Sign up for wind and solar and receive power supply chaos as just one of the added extras, along with rocketing power prices and a wave of social and environmental havoc.
Australia has been on the path since 2001 when Federal Liberal PM, John Howard introduced his Renewable Energy Target. The Target was greatly expanded by Labor in 2009, with the subsidies to wind and solar pumped up to cost Australian power consumers more than $4 billion a year.
But tonight’s post is about something that, barely a decade ago, was almost inconceivable in a country blessed with coal, gas and (completely ignored) uranium. That is, routine power supply disruptions in the form of widespread load shedding (when the grid manager is in control) and mass blackouts (when things get completely out of control).
At the heart of the debacle sits sunshine-dependent solar and weather-dependent wind.
Here’s Chris Kenny’s interview with National MP, Barnaby Joyce, despairing on just how desperate things have become.
We cannot make our nation as ‘powerful as possible’ by relying on renewables
Chris Kenny and Barnaby Joyce
26 May 2021
We cannot make our nation as “powerful as possible” by allowing our grid to be supplied by renewables, according to Nationals MP Barnaby Joyce. “We have to make this nation as powerful as possible as quickly as possible and we can’t do it taking our grid back to something which would resemble something from antiquated mid-Africa,” he told Sky News host Chris Kenny.
Chris Kenny: Let’s go to Canberra and talk to the former Deputy Prime Minister, Barnaby Joyce. Good to talk to you, Barnaby.
Barnaby Joyce: Good to talk to you too, Chris.
Chris Kenny: Yeah look, I wanted to start off on energy. We had all those problems in Queensland in the last 24 hours. Look, there’s no renewable energy involved. No weather involved. It’s just an accident at a power generator. Yet a lot of people arguing it still underscores the lack of supply, lack of generation, on the east coast.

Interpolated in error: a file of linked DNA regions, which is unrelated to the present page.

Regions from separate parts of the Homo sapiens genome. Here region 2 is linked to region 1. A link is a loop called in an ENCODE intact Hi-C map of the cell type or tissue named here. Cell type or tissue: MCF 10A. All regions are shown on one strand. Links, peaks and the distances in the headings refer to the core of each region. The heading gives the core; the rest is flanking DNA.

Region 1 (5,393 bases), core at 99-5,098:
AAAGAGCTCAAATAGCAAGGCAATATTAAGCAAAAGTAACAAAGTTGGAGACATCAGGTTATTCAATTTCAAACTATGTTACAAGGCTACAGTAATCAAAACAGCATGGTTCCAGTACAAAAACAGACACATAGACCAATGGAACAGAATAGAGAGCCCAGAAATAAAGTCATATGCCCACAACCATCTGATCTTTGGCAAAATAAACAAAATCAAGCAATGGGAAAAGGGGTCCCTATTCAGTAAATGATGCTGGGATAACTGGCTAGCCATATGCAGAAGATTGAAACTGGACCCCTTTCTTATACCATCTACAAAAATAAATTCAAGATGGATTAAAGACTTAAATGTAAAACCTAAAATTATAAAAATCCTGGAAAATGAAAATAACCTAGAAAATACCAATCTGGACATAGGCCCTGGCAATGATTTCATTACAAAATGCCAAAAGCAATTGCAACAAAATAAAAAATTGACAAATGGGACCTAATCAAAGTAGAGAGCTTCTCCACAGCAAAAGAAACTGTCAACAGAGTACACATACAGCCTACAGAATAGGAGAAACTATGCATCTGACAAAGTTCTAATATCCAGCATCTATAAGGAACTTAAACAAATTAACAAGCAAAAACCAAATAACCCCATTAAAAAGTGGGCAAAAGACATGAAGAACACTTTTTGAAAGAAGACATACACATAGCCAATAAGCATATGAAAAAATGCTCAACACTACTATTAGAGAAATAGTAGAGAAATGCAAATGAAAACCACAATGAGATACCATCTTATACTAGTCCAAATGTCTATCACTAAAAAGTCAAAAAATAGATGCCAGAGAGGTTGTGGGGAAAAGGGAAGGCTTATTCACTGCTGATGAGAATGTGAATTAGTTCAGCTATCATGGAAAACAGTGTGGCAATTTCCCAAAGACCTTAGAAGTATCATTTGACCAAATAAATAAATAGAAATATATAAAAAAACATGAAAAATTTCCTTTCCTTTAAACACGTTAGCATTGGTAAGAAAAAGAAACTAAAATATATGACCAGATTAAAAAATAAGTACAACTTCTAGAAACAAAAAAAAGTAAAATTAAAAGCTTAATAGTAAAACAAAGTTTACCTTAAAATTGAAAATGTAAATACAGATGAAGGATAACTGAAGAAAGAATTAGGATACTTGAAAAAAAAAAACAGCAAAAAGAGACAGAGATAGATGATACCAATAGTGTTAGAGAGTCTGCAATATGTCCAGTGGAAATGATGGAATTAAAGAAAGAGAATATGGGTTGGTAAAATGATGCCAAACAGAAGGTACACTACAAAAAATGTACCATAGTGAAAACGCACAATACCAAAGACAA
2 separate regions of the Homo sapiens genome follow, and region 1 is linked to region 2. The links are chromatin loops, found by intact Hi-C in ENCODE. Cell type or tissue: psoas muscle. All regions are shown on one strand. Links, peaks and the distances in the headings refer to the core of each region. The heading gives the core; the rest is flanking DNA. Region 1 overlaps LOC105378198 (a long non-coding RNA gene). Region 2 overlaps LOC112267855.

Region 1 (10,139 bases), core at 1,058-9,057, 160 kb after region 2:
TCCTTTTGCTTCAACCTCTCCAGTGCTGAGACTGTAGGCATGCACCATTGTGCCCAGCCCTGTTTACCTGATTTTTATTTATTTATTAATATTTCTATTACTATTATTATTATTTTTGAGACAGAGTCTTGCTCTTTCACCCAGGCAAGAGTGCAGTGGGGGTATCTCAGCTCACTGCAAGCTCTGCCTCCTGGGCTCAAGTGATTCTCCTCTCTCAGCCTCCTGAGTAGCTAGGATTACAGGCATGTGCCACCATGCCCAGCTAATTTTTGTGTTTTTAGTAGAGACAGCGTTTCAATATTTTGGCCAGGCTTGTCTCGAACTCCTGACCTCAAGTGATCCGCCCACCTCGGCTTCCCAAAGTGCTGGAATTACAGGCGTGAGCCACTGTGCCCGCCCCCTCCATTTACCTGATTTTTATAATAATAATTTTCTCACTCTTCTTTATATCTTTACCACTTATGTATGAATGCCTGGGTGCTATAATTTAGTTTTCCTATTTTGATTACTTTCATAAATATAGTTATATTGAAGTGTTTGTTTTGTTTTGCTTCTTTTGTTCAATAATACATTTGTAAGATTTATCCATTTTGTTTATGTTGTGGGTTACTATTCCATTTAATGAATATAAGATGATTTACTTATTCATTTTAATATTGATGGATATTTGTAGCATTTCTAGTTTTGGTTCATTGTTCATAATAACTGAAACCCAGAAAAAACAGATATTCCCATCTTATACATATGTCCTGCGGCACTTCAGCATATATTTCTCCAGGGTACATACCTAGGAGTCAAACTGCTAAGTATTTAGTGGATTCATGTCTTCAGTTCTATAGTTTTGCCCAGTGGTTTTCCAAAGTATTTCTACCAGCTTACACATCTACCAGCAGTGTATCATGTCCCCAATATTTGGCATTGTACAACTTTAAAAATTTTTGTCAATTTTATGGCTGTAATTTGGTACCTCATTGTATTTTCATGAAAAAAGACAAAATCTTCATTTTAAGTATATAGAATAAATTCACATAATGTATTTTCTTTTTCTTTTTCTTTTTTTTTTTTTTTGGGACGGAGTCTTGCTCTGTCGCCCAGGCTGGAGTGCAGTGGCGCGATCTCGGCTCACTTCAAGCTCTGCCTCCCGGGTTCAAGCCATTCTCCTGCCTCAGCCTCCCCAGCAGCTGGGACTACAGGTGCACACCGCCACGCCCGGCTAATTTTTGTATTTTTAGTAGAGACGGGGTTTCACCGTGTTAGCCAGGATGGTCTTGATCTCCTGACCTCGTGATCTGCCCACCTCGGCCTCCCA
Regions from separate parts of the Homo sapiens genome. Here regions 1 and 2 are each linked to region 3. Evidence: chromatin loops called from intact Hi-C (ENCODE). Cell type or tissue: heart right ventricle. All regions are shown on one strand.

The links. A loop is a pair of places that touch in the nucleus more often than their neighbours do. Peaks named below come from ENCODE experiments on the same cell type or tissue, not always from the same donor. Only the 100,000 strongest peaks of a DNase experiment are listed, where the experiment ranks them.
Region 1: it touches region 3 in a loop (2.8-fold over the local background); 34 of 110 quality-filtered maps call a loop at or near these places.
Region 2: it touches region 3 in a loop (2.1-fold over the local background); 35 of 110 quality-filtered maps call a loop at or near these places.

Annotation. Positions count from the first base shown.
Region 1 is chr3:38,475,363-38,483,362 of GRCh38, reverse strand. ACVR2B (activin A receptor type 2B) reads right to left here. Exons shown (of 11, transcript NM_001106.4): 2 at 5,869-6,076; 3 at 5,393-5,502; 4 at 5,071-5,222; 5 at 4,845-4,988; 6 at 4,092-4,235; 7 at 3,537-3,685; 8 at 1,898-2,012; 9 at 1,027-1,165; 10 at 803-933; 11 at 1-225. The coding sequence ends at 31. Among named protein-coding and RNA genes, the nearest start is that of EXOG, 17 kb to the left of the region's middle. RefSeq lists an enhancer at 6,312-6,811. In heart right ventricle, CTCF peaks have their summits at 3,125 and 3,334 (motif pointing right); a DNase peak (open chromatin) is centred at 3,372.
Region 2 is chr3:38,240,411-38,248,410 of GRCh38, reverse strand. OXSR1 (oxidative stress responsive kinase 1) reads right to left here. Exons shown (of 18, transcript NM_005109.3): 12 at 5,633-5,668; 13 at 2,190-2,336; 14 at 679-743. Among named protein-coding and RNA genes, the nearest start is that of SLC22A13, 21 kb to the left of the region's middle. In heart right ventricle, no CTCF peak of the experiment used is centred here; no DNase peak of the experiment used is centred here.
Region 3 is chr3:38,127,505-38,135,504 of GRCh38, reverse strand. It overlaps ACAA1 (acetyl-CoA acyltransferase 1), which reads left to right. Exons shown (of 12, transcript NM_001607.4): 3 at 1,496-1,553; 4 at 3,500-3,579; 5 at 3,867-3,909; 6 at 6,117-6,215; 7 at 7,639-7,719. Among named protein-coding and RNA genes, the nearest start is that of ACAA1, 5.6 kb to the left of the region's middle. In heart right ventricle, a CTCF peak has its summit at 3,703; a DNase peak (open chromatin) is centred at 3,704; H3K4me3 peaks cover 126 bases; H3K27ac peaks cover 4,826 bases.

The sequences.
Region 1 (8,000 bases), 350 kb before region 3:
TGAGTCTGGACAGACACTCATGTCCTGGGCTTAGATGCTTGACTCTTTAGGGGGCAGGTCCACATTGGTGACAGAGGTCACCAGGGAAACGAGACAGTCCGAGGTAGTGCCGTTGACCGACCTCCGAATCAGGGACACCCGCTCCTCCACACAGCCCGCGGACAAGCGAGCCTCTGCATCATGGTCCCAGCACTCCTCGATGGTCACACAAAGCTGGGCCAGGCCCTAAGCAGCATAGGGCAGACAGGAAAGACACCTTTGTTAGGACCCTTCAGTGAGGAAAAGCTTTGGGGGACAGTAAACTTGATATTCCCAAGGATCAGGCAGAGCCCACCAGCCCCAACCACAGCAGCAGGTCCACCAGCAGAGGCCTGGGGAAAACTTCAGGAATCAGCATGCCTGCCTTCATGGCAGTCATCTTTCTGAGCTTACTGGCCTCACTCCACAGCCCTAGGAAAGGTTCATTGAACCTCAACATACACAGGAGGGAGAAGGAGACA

Barnaby Joyce: Well, what we saw after that, we saw prices spike at $15,000 a megawatt in Queensland. I think it went up to $13,300 a megawatt in New South Wales for a briefer period of time, for a product that usually sells for about $45 a megawatt. What it shows is that how reliant we are on coal and how unreliable renewables are to fix a problem in a crisis like that. We had one lady stuck on floor 53 on a 78 in a lift stopping in the Gold Coast at Q1, one of the largest residential towers in Australia. We saw similar circumstances to what happened in Texas when their grid shut down. Because the inability of renewables to deal with a crisis such as the massive cold snap they had. But there’s always a windfall gain for somebody. Somebody makes an absolute bucket of money. And of course, those who have the capacity to get power onto the grid at $15,000 a megawatt, are the ones who make the money.
And if there’s trades involved like the windfall game the Bank of America made in Texas, they also make a bucket of money. But the people who lose, Chris, are your viewers, they pay. And that’s why we’ve got to try and get some sense into this.